The Invisible Forest
I count 37, 38, 39 . . . I look up and blink, then focus on the beetle poster across the room. Once my eyes have adjusted, I turn to the paper next to my microscope and write "39 @ 2 mm" on the line for species number 362.
I am halfway through the leaf litter sample I collected last summer from a shady slope deep in the Ozark forest. When finished, I will have found 1,233 individuals and 68 species, all in a handful of leaf litter.
My partner, Sarah Heyman, and I study the insects, spiders, mites and other arthropods (animals with jointed legs and an exoskeleton) living in Ozark forest leaf litter. Our study is part of a multi-year project to examine the effects of different logging practices on the plants, animals and nutrient cycles of the forest.
We included leaf litter arthropods because they play a major role in transforming fallen leaves, branches and trunks into nutrients for plant growth. Although fungi and bacteria are responsible for most of the decomposition of plant materials, arthropods can double or triple the decomposition rate through their feeding activity. They also are an important part of the forest food chain, because they can concentrate proteins and minerals needed by vertebrate predators.
We have 36 5- x 5-meter permanent plots scattered randomly throughout the Conservation Department's Current River Conservation Area in Shannon County. Half are on northeast facing slopes and half on southwest facing slopes. Using random plot locations allows us to generalize from individual plots to the whole forest, since every slope has an equal chance of being picked for a plot.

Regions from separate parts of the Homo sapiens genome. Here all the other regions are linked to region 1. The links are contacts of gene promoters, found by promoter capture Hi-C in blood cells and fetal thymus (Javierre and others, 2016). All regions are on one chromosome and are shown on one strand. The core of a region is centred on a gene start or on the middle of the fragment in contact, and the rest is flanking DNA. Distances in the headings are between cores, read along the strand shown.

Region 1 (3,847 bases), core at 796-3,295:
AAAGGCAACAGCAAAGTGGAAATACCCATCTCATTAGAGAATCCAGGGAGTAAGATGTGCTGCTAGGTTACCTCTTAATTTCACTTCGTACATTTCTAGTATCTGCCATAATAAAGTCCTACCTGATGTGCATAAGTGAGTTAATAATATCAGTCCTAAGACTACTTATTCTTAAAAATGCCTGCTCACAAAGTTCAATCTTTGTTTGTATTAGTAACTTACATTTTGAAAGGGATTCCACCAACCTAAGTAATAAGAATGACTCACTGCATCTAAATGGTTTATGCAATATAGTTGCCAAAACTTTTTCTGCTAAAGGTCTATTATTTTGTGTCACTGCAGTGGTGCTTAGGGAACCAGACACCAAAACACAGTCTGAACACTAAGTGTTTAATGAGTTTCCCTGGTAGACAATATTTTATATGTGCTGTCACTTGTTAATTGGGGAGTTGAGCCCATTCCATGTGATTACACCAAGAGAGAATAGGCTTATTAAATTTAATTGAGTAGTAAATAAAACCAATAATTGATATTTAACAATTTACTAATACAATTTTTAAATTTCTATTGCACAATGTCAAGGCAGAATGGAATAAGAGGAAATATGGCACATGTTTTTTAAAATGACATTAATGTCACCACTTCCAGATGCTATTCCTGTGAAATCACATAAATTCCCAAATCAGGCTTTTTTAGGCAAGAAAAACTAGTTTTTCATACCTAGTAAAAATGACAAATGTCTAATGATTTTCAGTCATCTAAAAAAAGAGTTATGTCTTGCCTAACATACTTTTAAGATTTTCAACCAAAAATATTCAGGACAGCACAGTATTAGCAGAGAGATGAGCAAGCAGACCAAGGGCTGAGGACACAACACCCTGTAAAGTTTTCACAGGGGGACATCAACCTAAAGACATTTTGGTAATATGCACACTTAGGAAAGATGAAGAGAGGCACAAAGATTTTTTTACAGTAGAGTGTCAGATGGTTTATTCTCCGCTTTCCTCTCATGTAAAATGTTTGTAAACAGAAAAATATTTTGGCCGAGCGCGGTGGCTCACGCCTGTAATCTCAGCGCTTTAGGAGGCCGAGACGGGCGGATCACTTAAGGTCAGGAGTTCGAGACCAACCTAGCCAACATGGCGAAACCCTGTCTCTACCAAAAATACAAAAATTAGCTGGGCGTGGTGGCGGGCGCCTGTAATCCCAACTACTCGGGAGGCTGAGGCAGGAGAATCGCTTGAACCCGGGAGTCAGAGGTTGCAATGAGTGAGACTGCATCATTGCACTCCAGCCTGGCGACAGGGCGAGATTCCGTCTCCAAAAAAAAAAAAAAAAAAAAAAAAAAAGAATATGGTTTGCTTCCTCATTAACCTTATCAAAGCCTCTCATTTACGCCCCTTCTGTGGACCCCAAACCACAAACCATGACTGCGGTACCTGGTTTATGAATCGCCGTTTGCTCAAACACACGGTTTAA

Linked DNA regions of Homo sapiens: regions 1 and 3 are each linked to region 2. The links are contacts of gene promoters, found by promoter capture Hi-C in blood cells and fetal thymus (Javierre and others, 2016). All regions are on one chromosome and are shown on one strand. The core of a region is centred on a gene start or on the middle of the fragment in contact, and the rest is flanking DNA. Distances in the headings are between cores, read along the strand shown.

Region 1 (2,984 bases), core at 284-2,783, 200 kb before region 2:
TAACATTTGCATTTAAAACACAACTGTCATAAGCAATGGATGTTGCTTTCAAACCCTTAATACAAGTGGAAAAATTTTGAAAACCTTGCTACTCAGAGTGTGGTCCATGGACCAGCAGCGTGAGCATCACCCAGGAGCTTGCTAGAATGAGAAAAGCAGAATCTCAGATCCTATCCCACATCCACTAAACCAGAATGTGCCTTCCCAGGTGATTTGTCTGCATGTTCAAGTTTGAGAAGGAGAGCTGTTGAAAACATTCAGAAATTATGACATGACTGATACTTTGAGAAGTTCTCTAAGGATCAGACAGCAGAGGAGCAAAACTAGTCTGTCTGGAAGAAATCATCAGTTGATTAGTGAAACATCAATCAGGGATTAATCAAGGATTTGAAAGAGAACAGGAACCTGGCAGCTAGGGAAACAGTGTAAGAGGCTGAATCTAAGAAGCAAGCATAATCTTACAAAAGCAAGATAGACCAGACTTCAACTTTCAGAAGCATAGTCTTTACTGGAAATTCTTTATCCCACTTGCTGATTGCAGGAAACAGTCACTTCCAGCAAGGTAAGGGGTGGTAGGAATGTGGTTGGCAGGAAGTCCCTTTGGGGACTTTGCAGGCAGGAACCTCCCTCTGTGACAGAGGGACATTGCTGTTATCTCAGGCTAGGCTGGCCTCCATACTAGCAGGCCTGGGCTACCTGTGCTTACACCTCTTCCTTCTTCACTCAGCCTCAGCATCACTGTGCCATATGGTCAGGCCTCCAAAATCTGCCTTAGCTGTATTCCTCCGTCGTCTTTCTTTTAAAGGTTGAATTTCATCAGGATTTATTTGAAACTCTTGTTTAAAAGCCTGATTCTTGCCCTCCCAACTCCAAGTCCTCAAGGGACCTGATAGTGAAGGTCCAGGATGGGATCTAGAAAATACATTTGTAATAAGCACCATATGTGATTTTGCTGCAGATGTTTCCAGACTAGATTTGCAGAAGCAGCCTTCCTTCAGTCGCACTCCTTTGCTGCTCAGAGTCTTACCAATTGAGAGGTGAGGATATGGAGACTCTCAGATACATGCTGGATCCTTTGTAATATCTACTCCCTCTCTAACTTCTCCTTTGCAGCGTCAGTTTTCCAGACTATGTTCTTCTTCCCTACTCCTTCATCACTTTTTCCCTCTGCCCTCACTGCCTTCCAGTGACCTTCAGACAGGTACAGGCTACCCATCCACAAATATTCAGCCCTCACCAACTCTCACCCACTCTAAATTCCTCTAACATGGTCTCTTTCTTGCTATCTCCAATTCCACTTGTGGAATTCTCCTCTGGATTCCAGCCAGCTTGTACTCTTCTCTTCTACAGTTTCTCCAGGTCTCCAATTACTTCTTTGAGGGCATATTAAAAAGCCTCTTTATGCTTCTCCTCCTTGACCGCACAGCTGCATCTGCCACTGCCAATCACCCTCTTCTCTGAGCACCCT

Random locations are good for science, but they can be rather trying for scientists, since no thought is given to how easy it would be to find a plot the size of a couple of parking spaces in hundreds of acres of forest.
Fortunately, with over a dozen other studies taking place in the same forest we can hardly go 100 meters without bumping into some other project. Over the years, we have found our plots using pink and orange grid lines (for mapping bird locations), aluminum fences (for trapping reptiles and amphibians), white paint-marked vegetation plots and giant plastic cones (for measuring acorn production) as landmarks.
Our plots are marked with yellow flagging and paint and with plastic pipes driven into two of the corners. Using the pipes, we lay out tape measures to